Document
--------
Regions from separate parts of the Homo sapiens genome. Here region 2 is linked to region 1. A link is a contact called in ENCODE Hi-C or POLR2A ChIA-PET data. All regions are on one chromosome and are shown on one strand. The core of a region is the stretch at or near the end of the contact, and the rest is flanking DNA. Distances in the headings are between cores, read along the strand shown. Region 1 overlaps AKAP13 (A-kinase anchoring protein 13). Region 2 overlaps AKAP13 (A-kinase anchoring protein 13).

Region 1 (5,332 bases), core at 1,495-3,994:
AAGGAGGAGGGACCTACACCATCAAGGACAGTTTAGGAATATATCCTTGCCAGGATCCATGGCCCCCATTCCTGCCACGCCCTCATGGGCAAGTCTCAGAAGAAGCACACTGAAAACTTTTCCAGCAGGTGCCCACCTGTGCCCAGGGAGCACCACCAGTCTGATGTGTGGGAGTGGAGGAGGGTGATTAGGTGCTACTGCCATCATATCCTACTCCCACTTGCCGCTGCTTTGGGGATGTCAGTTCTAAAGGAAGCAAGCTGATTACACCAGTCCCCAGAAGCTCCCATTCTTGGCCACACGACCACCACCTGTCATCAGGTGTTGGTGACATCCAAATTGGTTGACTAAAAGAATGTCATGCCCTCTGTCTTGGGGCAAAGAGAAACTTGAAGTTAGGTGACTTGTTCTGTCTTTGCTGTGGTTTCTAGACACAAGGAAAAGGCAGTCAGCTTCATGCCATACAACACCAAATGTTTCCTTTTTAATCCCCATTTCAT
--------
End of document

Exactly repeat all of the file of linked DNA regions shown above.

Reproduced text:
Regions from separate parts of the Homo sapiens genome. Here region 2 is linked to region 1. A link is a contact called in ENCODE Hi-C or POLR2A ChIA-PET data. All regions are on one chromosome and are shown on one strand. The core of a region is the stretch at or near the end of the contact, and the rest is flanking DNA. Distances in the headings are between cores, read along the strand shown. Region 1 overlaps AKAP13 (A-kinase anchoring protein 13). Region 2 overlaps AKAP13 (A-kinase anchoring protein 13).

Region 1 (5,332 bases), core at 1,495-3,994:
AAGGAGGAGGGACCTACACCATCAAGGACAGTTTAGGAATATATCCTTGCCAGGATCCATGGCCCCCATTCCTGCCACGCCCTCATGGGCAAGTCTCAGAAGAAGCACACTGAAAACTTTTCCAGCAGGTGCCCACCTGTGCCCAGGGAGCACCACCAGTCTGATGTGTGGGAGTGGAGGAGGGTGATTAGGTGCTACTGCCATCATATCCTACTCCCACTTGCCGCTGCTTTGGGGATGTCAGTTCTAAAGGAAGCAAGCTGATTACACCAGTCCCCAGAAGCTCCCATTCTTGGCCACACGACCACCACCTGTCATCAGGTGTTGGTGACATCCAAATTGGTTGACTAAAAGAATGTCATGCCCTCTGTCTTGGGGCAAAGAGAAACTTGAAGTTAGGTGACTTGTTCTGTCTTTGCTGTGGTTTCTAGACACAAGGAAAAGGCAGTCAGCTTCATGCCATACAACACCAAATGTTTCCTTTTTAATCCCCATTTCAT